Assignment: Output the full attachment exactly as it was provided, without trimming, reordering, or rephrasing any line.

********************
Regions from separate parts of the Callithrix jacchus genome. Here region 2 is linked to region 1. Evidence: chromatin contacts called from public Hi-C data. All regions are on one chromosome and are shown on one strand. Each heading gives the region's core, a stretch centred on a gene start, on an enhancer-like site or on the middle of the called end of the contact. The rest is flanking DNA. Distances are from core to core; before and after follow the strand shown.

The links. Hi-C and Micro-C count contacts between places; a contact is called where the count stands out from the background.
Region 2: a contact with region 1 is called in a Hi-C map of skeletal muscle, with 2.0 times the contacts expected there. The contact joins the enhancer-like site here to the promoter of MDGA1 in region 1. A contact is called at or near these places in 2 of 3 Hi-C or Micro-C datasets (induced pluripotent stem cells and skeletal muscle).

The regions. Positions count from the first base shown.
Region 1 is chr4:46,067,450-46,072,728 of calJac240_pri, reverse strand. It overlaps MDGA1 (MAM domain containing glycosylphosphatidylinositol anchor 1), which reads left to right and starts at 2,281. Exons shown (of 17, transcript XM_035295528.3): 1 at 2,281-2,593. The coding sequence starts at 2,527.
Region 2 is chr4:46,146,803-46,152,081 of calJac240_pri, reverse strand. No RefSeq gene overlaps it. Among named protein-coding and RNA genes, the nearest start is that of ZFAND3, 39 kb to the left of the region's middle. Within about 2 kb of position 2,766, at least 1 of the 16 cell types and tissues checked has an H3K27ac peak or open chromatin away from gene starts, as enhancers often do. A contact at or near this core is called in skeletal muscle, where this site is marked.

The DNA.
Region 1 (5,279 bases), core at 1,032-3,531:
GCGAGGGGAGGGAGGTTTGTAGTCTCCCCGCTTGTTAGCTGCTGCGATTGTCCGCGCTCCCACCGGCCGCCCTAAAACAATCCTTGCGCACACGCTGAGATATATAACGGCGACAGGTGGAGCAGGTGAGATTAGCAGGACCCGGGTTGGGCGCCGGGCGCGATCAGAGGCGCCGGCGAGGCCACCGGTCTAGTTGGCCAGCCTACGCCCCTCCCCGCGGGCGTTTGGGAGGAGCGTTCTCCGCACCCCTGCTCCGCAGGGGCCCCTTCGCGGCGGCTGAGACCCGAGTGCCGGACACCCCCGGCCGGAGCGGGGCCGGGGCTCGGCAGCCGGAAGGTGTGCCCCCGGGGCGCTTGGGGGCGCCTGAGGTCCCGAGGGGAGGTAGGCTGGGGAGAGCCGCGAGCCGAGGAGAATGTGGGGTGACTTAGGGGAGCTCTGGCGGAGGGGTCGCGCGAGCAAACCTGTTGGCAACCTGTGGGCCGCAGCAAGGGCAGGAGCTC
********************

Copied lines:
Regions from separate parts of the Callithrix jacchus genome. Here region 2 is linked to region 1. Evidence: chromatin contacts called from public Hi-C data. All regions are on one chromosome and are shown on one strand. Each heading gives the region's core, a stretch centred on a gene start, on an enhancer-like site or on the middle of the called end of the contact. The rest is flanking DNA. Distances are from core to core; before and after follow the strand shown.

The links. Hi-C and Micro-C count contacts between places; a contact is called where the count stands out from the background.
Region 2: a contact with region 1 is called in a Hi-C map of skeletal muscle, with 2.0 times the contacts expected there. The contact joins the enhancer-like site here to the promoter of MDGA1 in region 1. A contact is called at or near these places in 2 of 3 Hi-C or Micro-C datasets (induced pluripotent stem cells and skeletal muscle).

The regions. Positions count from the first base shown.
Region 1 is chr4:46,067,450-46,072,728 of calJac240_pri, reverse strand. It overlaps MDGA1 (MAM domain containing glycosylphosphatidylinositol anchor 1), which reads left to right and starts at 2,281. Exons shown (of 17, transcript XM_035295528.3): 1 at 2,281-2,593. The coding sequence starts at 2,527.
Region 2 is chr4:46,146,803-46,152,081 of calJac240_pri, reverse strand. No RefSeq gene overlaps it. Among named protein-coding and RNA genes, the nearest start is that of ZFAND3, 39 kb to the left of the region's middle. Within about 2 kb of position 2,766, at least 1 of the 16 cell types and tissues checked has an H3K27ac peak or open chromatin away from gene starts, as enhancers often do. A contact at or near this core is called in skeletal muscle, where this site is marked.

The DNA.
Region 1 (5,279 bases), core at 1,032-3,531:
GCGAGGGGAGGGAGGTTTGTAGTCTCCCCGCTTGTTAGCTGCTGCGATTGTCCGCGCTCCCACCGGCCGCCCTAAAACAATCCTTGCGCACACGCTGAGATATATAACGGCGACAGGTGGAGCAGGTGAGATTAGCAGGACCCGGGTTGGGCGCCGGGCGCGATCAGAGGCGCCGGCGAGGCCACCGGTCTAGTTGGCCAGCCTACGCCCCTCCCCGCGGGCGTTTGGGAGGAGCGTTCTCCGCACCCCTGCTCCGCAGGGGCCCCTTCGCGGCGGCTGAGACCCGAGTGCCGGACACCCCCGGCCGGAGCGGGGCCGGGGCTCGGCAGCCGGAAGGTGTGCCCCCGGGGCGCTTGGGGGCGCCTGAGGTCCCGAGGGGAGGTAGGCTGGGGAGAGCCGCGAGCCGAGGAGAATGTGGGGTGACTTAGGGGAGCTCTGGCGGAGGGGTCGCGCGAGCAAACCTGTTGGCAACCTGTGGGCCGCAGCAAGGGCAGGAGCTC